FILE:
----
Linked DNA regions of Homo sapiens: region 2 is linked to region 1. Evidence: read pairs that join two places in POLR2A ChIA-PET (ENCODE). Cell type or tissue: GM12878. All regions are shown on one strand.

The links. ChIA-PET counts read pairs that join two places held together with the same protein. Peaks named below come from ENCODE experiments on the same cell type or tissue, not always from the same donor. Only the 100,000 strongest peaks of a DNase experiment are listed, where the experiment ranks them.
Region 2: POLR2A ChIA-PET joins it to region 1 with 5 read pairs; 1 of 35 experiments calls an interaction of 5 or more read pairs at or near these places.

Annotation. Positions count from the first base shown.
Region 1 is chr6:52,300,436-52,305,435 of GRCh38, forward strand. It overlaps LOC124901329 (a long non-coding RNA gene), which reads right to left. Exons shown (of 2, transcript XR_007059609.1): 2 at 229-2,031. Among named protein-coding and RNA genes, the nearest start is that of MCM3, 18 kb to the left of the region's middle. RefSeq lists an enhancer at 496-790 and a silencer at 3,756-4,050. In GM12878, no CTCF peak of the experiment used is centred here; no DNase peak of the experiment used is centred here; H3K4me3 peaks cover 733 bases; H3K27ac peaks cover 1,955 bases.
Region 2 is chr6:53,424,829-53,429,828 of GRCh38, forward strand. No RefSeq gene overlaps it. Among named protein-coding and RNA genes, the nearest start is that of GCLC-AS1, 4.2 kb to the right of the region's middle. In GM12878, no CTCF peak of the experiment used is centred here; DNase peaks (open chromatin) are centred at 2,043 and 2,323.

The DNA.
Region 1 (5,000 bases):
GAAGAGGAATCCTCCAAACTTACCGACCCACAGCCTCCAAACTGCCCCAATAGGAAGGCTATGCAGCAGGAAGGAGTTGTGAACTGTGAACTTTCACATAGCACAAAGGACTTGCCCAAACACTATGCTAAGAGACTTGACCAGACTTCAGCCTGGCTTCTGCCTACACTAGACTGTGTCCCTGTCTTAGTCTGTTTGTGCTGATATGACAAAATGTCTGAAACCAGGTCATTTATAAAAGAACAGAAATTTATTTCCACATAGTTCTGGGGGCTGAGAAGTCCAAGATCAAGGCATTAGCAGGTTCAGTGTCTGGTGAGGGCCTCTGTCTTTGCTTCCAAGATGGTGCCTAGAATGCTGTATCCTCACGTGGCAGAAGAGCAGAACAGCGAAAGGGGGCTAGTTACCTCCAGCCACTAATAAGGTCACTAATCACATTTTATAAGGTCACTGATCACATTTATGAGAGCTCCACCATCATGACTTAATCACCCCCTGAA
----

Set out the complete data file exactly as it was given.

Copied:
Linked DNA regions of Homo sapiens: region 2 is linked to region 1. Evidence: read pairs that join two places in POLR2A ChIA-PET (ENCODE). Cell type or tissue: GM12878. All regions are shown on one strand.

The links. ChIA-PET counts read pairs that join two places held together with the same protein. Peaks named below come from ENCODE experiments on the same cell type or tissue, not always from the same donor. Only the 100,000 strongest peaks of a DNase experiment are listed, where the experiment ranks them.
Region 2: POLR2A ChIA-PET joins it to region 1 with 5 read pairs; 1 of 35 experiments calls an interaction of 5 or more read pairs at or near these places.

Annotation. Positions count from the first base shown.
Region 1 is chr6:52,300,436-52,305,435 of GRCh38, forward strand. It overlaps LOC124901329 (a long non-coding RNA gene), which reads right to left. Exons shown (of 2, transcript XR_007059609.1): 2 at 229-2,031. Among named protein-coding and RNA genes, the nearest start is that of MCM3, 18 kb to the left of the region's middle. RefSeq lists an enhancer at 496-790 and a silencer at 3,756-4,050. In GM12878, no CTCF peak of the experiment used is centred here; no DNase peak of the experiment used is centred here; H3K4me3 peaks cover 733 bases; H3K27ac peaks cover 1,955 bases.
Region 2 is chr6:53,424,829-53,429,828 of GRCh38, forward strand. No RefSeq gene overlaps it. Among named protein-coding and RNA genes, the nearest start is that of GCLC-AS1, 4.2 kb to the right of the region's middle. In GM12878, no CTCF peak of the experiment used is centred here; DNase peaks (open chromatin) are centred at 2,043 and 2,323.

The DNA.
Region 1 (5,000 bases):
GAAGAGGAATCCTCCAAACTTACCGACCCACAGCCTCCAAACTGCCCCAATAGGAAGGCTATGCAGCAGGAAGGAGTTGTGAACTGTGAACTTTCACATAGCACAAAGGACTTGCCCAAACACTATGCTAAGAGACTTGACCAGACTTCAGCCTGGCTTCTGCCTACACTAGACTGTGTCCCTGTCTTAGTCTGTTTGTGCTGATATGACAAAATGTCTGAAACCAGGTCATTTATAAAAGAACAGAAATTTATTTCCACATAGTTCTGGGGGCTGAGAAGTCCAAGATCAAGGCATTAGCAGGTTCAGTGTCTGGTGAGGGCCTCTGTCTTTGCTTCCAAGATGGTGCCTAGAATGCTGTATCCTCACGTGGCAGAAGAGCAGAACAGCGAAAGGGGGCTAGTTACCTCCAGCCACTAATAAGGTCACTAATCACATTTTATAAGGTCACTGATCACATTTATGAGAGCTCCACCATCATGACTTAATCACCCCCTGAA